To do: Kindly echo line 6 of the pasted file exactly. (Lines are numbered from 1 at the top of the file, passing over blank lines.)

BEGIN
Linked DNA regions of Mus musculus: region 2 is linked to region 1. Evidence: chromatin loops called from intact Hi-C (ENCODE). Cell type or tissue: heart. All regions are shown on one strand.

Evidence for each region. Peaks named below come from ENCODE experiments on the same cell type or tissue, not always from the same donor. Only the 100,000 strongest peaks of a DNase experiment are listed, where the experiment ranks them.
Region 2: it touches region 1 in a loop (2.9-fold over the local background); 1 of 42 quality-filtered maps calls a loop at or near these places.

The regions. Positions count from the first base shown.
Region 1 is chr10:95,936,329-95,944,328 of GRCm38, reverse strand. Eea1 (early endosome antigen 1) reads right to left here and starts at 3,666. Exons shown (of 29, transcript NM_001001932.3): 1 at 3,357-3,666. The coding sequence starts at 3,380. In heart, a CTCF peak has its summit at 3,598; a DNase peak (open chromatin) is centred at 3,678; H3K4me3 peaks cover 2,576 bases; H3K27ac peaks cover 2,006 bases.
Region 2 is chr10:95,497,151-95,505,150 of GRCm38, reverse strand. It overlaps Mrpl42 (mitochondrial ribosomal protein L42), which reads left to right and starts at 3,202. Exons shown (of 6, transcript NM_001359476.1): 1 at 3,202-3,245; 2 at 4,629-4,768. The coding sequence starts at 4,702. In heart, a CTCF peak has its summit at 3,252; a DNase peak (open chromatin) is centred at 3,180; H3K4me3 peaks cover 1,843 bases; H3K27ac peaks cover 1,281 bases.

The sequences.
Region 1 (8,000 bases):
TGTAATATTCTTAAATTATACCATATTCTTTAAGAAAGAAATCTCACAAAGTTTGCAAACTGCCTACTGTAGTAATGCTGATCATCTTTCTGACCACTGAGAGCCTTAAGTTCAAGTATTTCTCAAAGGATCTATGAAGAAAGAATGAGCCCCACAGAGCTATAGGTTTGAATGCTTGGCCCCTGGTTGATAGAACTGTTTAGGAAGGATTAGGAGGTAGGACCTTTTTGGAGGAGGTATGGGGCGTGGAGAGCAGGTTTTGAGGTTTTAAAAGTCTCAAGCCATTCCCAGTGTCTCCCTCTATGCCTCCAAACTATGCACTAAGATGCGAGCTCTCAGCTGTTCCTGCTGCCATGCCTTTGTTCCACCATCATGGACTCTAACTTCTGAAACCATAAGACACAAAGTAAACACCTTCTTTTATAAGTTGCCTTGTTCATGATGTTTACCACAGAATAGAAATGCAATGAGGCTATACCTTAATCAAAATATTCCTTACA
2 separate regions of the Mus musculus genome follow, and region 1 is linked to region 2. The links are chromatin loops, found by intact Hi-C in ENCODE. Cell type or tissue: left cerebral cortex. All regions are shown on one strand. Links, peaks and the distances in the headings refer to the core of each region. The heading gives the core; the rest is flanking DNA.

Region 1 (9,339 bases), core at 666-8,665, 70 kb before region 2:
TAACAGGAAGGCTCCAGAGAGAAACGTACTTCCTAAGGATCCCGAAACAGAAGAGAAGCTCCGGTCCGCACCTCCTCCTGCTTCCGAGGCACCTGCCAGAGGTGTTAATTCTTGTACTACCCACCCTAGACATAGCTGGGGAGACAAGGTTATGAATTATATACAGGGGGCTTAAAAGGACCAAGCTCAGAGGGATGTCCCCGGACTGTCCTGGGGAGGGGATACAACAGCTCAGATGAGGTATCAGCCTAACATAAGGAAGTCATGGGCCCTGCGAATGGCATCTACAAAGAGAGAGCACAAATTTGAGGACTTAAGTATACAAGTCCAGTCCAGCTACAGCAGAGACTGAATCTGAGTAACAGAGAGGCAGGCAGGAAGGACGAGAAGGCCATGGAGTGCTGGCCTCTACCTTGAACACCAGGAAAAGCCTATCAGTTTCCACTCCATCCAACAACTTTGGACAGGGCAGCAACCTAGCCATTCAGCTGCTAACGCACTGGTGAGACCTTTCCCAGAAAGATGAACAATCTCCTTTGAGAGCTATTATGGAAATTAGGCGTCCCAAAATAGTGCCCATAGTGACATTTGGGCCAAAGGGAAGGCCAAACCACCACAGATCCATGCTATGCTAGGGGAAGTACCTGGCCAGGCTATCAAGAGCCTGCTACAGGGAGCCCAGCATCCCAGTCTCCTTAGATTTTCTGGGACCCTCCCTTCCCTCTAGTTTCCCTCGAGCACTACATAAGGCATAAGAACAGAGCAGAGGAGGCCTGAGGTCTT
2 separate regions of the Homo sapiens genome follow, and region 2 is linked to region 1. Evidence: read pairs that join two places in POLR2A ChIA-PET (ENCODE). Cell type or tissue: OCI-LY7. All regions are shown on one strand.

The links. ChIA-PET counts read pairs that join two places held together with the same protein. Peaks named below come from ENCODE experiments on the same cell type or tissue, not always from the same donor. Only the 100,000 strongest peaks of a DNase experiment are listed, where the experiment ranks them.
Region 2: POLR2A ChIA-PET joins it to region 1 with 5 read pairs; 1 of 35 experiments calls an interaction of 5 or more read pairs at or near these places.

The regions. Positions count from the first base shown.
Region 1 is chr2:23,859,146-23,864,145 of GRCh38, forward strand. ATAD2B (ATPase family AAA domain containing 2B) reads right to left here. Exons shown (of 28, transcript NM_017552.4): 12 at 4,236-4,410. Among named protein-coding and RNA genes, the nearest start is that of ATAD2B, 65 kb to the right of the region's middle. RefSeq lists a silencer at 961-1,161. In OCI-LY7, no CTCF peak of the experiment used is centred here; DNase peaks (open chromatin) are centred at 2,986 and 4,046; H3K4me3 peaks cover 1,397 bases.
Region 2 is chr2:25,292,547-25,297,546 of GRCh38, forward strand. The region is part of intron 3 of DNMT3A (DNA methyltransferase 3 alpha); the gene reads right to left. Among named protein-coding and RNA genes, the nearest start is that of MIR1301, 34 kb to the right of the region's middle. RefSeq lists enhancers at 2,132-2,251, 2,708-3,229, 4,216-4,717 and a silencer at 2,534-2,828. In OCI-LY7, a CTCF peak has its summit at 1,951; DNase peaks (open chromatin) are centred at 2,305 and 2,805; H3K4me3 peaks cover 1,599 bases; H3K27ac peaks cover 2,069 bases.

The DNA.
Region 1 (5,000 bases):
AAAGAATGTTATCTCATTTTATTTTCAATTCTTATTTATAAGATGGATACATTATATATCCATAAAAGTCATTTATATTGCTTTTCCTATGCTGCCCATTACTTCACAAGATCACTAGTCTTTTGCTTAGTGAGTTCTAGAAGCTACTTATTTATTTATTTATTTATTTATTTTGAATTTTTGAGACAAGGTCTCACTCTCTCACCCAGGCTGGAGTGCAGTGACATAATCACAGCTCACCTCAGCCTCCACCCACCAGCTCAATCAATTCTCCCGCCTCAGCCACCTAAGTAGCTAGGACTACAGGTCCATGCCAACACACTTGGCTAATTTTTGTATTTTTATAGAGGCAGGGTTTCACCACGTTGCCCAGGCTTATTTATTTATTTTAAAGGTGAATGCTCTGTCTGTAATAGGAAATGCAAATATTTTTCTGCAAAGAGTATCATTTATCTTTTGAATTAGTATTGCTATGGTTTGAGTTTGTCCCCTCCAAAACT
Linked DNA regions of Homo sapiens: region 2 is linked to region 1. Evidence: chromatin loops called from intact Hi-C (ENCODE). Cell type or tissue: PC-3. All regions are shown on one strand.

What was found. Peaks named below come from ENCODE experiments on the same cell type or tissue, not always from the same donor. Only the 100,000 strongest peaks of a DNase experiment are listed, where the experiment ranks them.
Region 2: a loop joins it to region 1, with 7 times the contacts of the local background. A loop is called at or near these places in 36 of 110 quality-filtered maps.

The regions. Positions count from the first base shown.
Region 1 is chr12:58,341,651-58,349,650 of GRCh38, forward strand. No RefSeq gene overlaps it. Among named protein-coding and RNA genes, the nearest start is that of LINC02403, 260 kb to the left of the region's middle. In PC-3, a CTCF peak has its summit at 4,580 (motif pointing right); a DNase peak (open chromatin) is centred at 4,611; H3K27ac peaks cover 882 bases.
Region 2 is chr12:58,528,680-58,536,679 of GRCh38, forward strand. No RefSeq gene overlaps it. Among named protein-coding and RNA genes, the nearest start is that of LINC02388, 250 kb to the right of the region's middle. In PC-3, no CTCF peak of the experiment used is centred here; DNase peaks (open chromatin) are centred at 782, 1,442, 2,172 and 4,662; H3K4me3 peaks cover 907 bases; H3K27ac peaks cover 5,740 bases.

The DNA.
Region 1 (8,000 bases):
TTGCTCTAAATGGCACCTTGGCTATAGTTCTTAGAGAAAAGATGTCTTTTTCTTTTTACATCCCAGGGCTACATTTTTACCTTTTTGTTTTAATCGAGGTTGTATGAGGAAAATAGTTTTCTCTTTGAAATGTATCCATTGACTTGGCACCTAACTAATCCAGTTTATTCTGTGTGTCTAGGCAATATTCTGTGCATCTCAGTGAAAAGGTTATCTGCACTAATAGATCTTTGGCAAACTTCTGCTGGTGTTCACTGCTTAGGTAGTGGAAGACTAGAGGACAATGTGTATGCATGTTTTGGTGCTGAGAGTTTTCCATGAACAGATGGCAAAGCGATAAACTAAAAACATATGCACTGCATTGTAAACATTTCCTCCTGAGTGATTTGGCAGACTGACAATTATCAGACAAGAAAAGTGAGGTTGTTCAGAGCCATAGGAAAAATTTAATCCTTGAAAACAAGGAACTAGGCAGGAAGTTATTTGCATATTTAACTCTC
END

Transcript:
Region 2 is chr10:95,497,151-95,505,150 of GRCm38, reverse strand. It overlaps Mrpl42 (mitochondrial ribosomal protein L42), which reads left to right and starts at 3,202. Exons shown (of 6, transcript NM_001359476.1): 1 at 3,202-3,245; 2 at 4,629-4,768. The coding sequence starts at 4,702. In heart, a CTCF peak has its summit at 3,252; a DNase peak (open chromatin) is centred at 3,180; H3K4me3 peaks cover 1,843 bases; H3K27ac peaks cover 1,281 bases.